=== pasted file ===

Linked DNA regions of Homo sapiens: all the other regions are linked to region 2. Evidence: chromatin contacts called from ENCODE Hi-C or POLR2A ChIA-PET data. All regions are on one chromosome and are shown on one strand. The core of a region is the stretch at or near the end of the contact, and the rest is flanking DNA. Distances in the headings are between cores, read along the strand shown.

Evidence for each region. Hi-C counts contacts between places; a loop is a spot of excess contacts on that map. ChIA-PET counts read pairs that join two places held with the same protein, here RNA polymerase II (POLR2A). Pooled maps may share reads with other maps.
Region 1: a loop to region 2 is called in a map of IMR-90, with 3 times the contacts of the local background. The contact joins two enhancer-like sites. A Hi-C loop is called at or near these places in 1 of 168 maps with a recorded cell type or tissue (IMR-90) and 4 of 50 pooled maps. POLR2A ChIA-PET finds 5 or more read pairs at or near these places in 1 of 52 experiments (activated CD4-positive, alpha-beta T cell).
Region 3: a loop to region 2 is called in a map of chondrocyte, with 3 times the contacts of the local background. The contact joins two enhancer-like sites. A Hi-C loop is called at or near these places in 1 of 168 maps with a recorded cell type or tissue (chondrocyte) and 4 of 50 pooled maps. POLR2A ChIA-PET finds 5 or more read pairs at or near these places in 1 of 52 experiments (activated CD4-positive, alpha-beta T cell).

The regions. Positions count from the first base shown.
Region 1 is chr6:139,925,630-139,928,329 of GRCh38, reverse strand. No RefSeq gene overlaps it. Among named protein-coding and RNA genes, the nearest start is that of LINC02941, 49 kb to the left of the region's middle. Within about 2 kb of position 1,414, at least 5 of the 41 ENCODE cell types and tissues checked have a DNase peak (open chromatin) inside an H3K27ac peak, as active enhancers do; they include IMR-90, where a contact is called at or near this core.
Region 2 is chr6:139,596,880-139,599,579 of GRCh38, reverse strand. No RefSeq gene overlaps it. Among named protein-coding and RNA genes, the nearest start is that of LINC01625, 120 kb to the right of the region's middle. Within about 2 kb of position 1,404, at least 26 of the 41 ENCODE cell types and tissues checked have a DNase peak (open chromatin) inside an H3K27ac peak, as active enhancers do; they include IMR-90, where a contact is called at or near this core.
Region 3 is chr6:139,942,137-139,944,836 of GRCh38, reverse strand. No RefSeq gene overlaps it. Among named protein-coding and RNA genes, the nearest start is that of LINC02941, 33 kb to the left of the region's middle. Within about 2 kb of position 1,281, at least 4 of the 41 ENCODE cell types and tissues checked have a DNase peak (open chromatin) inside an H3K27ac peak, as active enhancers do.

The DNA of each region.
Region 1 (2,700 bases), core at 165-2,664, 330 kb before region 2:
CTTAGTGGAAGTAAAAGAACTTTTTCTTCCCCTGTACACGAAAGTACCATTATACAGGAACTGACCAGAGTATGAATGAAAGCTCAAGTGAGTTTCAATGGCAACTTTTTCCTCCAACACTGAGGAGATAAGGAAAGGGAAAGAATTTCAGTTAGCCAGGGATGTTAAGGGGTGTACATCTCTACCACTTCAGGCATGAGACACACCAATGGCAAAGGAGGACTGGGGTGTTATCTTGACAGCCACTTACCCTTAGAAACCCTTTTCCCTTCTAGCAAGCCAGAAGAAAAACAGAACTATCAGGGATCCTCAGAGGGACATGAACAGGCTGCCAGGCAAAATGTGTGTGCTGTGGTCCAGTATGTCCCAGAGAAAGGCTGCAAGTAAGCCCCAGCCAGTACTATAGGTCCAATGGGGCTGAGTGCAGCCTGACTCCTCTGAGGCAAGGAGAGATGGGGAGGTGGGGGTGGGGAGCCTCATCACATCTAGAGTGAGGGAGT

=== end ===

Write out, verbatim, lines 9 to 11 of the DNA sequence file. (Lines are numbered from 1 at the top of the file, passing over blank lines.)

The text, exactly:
The DNA of each region.
Region 1 (2,700 bases), core at 165-2,664, 330 kb before region 2:
CTTAGTGGAAGTAAAAGAACTTTTTCTTCCCCTGTACACGAAAGTACCATTATACAGGAACTGACCAGAGTATGAATGAAAGCTCAAGTGAGTTTCAATGGCAACTTTTTCCTCCAACACTGAGGAGATAAGGAAAGGGAAAGAATTTCAGTTAGCCAGGGATGTTAAGGGGTGTACATCTCTACCACTTCAGGCATGAGACACACCAATGGCAAAGGAGGACTGGGGTGTTATCTTGACAGCCACTTACCCTTAGAAACCCTTTTCCCTTCTAGCAAGCCAGAAGAAAAACAGAACTATCAGGGATCCTCAGAGGGACATGAACAGGCTGCCAGGCAAAATGTGTGTGCTGTGGTCCAGTATGTCCCAGAGAAAGGCTGCAAGTAAGCCCCAGCCAGTACTATAGGTCCAATGGGGCTGAGTGCAGCCTGACTCCTCTGAGGCAAGGAGAGATGGGGAGGTGGGGGTGGGGAGCCTCATCACATCTAGAGTGAGGGAGT